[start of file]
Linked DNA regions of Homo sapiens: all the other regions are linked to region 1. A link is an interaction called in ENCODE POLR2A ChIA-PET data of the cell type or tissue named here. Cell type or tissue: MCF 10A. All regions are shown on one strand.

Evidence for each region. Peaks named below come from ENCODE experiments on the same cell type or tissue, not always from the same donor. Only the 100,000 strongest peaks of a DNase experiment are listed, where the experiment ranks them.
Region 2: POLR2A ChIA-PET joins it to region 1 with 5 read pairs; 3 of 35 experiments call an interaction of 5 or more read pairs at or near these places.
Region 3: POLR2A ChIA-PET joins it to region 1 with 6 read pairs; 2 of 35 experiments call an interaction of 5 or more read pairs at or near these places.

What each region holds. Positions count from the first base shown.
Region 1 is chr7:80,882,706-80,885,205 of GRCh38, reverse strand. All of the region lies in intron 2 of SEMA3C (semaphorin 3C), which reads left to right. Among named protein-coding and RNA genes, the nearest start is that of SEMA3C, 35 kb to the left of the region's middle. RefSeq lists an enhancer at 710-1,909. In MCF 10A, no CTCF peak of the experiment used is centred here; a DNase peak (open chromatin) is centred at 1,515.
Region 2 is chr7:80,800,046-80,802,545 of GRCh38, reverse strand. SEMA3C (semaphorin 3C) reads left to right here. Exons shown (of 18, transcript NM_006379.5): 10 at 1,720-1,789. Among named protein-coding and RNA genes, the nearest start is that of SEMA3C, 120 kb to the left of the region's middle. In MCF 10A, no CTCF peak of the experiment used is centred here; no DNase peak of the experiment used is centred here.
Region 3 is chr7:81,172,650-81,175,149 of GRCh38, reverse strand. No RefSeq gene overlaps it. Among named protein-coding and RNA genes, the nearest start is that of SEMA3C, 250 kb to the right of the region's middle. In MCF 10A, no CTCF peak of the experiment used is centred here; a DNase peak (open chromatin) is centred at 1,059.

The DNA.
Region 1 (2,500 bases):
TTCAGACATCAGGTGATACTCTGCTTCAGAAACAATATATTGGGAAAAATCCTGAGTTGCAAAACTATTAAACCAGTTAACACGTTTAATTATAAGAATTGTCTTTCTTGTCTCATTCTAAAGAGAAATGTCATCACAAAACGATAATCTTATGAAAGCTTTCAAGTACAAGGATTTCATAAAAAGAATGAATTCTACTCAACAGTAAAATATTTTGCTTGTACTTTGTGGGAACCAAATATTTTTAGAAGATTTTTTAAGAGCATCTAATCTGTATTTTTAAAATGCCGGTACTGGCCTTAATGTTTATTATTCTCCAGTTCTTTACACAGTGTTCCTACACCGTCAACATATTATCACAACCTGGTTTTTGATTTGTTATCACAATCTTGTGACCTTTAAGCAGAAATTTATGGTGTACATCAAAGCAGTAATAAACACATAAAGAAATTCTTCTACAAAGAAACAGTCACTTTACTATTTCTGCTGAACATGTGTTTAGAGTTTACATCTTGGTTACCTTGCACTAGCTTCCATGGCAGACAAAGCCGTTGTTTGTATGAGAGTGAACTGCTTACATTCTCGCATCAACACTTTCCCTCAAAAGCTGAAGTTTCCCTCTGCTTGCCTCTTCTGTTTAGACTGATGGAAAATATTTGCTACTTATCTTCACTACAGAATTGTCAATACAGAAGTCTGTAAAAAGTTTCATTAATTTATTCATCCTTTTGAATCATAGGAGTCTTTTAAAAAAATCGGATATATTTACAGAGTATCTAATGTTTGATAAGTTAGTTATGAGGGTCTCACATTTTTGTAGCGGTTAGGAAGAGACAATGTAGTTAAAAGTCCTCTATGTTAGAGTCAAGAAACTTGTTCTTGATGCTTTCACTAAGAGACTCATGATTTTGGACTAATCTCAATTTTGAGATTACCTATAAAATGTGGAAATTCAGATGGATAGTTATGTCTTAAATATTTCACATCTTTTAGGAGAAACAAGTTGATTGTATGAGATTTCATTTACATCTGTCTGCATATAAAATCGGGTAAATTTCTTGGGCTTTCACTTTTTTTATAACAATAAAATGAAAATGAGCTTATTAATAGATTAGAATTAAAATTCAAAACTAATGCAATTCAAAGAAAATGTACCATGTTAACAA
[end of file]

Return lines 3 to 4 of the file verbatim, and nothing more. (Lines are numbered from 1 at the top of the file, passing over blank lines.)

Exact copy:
Region 2: POLR2A ChIA-PET joins it to region 1 with 5 read pairs; 3 of 35 experiments call an interaction of 5 or more read pairs at or near these places.
Region 3: POLR2A ChIA-PET joins it to region 1 with 6 read pairs; 2 of 35 experiments call an interaction of 5 or more read pairs at or near these places.